The Texas high-speed rail project is stalled on the tracks, and several state lawmakers would like to see it stay that way. The project to connect Houston and Dallas with bullet train service had finally begun gaining speed. Then the novel coronavirus hit and forced the layoff of 28 workers.
“Our engineering partner is in Italy, our operations partner is in Spain and our technology provider is in Japan,” said Texas Central High-Speed Rail CEO Carlos Aguilar in a statement released on the project’s website. “Our financial partners are in those countries, as well as here in the United States. Understanding the impact of COVID-19, and the challenges those countries and the U.S. are facing, is a new fact of life.”
Perceiving the layoffs as a sign of weakness, 28 Texas legislators, many of whom represent rural areas of the state that have been opposed from the beginning, are now calling for the project to be canceled altogether.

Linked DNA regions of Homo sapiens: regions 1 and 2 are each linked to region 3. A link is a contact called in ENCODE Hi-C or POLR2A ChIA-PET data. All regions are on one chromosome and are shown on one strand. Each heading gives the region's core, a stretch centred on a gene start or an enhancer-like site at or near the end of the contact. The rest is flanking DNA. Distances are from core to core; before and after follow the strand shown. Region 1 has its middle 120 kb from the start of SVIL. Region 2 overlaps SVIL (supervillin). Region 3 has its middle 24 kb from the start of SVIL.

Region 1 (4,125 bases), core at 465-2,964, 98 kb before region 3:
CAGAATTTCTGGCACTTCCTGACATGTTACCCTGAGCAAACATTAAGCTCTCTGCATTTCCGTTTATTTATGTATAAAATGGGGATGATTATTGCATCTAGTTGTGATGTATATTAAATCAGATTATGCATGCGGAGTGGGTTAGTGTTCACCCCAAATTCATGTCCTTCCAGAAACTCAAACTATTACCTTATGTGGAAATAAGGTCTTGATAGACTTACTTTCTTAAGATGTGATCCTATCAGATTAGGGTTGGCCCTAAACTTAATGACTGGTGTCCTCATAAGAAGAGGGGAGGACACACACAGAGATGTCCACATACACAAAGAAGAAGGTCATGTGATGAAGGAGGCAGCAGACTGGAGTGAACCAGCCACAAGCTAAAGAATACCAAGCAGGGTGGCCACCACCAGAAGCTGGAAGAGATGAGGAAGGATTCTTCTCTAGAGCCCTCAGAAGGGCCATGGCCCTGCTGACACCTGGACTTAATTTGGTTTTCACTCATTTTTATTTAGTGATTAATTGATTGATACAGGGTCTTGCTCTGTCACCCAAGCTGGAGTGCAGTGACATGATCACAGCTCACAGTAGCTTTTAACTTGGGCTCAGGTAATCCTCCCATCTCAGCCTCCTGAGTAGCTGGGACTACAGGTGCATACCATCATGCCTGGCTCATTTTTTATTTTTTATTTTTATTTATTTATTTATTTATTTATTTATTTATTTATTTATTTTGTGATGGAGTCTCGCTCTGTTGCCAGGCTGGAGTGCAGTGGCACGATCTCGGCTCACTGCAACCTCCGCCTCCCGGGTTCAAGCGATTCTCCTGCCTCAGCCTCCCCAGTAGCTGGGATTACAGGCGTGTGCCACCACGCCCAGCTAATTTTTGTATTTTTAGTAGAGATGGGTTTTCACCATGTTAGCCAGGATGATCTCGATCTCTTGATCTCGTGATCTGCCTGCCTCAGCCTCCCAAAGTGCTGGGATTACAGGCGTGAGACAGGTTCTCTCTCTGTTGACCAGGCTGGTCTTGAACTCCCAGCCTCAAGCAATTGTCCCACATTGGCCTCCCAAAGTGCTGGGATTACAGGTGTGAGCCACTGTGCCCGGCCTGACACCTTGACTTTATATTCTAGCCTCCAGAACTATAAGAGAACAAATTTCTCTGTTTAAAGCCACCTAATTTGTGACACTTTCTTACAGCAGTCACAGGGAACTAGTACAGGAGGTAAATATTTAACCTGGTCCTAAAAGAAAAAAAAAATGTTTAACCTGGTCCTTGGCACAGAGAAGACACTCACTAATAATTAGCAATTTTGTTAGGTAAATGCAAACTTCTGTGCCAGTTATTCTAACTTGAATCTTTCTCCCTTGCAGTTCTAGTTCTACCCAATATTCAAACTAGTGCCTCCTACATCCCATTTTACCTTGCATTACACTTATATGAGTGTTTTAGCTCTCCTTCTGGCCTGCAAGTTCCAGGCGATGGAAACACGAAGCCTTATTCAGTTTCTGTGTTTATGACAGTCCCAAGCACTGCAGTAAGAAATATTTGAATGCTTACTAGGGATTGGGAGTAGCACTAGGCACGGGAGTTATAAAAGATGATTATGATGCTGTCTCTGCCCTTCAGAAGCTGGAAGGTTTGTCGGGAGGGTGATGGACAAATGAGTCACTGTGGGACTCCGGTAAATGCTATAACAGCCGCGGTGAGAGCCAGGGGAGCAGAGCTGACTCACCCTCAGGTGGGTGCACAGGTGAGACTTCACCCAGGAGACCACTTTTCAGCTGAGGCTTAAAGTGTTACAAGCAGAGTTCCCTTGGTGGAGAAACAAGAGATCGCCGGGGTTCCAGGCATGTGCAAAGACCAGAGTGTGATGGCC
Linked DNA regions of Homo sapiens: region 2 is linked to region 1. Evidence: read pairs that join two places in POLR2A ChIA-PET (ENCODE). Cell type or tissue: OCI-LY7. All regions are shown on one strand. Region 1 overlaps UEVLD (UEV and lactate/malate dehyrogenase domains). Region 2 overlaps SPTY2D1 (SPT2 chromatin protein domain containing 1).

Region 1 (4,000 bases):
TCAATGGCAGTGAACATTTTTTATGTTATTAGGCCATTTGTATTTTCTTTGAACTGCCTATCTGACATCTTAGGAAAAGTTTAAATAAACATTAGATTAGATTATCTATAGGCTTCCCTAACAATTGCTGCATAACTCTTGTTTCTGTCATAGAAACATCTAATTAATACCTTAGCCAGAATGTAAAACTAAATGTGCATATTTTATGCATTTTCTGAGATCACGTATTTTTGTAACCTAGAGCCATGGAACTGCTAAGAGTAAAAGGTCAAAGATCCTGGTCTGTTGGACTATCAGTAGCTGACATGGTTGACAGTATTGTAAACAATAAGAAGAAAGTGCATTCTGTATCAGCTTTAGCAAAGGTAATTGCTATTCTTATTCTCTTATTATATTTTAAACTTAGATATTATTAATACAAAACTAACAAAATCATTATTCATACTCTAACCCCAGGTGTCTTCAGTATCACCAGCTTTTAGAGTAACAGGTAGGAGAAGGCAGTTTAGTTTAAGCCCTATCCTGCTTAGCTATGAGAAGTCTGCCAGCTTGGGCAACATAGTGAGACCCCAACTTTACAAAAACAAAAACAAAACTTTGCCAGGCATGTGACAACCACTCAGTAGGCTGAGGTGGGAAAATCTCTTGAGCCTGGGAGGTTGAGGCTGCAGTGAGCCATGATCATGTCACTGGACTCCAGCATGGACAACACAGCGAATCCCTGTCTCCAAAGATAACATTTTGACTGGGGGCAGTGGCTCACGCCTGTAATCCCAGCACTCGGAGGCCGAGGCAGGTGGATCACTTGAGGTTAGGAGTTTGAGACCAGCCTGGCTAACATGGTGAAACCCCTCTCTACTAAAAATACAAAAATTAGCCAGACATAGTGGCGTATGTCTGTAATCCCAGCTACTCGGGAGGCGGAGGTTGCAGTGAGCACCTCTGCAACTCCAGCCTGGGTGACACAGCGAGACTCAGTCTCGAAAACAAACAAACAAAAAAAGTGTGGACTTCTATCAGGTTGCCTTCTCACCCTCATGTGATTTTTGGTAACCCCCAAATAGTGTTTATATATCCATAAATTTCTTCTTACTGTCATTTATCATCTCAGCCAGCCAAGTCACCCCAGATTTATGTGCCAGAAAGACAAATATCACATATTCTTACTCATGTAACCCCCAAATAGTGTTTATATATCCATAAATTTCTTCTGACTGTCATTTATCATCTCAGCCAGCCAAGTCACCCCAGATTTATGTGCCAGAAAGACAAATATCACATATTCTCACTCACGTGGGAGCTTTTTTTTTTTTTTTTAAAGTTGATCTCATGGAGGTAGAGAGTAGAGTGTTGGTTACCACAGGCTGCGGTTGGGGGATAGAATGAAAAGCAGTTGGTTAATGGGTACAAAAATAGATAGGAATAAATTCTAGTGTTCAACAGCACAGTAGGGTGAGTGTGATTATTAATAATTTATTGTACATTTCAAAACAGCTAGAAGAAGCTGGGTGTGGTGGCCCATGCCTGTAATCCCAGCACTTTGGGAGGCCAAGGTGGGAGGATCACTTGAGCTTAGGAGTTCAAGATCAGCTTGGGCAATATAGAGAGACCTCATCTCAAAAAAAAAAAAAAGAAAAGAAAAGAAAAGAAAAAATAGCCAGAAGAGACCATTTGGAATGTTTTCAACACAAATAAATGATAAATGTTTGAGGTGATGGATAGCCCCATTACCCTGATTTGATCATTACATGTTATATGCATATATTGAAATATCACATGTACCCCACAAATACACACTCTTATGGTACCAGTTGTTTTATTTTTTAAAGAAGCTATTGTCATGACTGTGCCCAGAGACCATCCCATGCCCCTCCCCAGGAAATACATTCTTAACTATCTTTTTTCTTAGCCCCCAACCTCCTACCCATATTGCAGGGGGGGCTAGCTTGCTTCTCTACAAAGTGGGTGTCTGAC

“It has become clear Texas Central Railroad simply does not have the financial resources required or expertise employed to continue with this project,” State Rep. Ben Leman (R-Anderson) wrote in a letter signed by the group. “To proceed otherwise would be an inexcusable waste of taxpayer dollars and jeopardizes the integrity of the rules making process at the Federal Railroad Administration.”
Aguilar indicated that Texas Central will move forward once the pandemic ends, noting that jobs and investments will be key to restoring the economy.
“It’s disappointing that some lawmakers are focused on killing more than 17,000 jobs in this time of need considering the economic hit we’ve taken due to COVID-19 and declining oil prices,” Aguilar told the Dallas Morning News. “Texas Central is the shovel-ready project that our state needs now more than ever. In addition to providing a new, safe and efficient transportation option, this project has the ability to help jump-start the Texas economy.”
The Texas bullet train is supposed to shrink travel time between Dallas and Houston to less than 90 minutes, helping to reduce traffic congestion on the I-45 corridor. Currently, there are approximately 16 million trips made between the two cities annually.
The company will not accept any state or federal taxpayer loans for the project.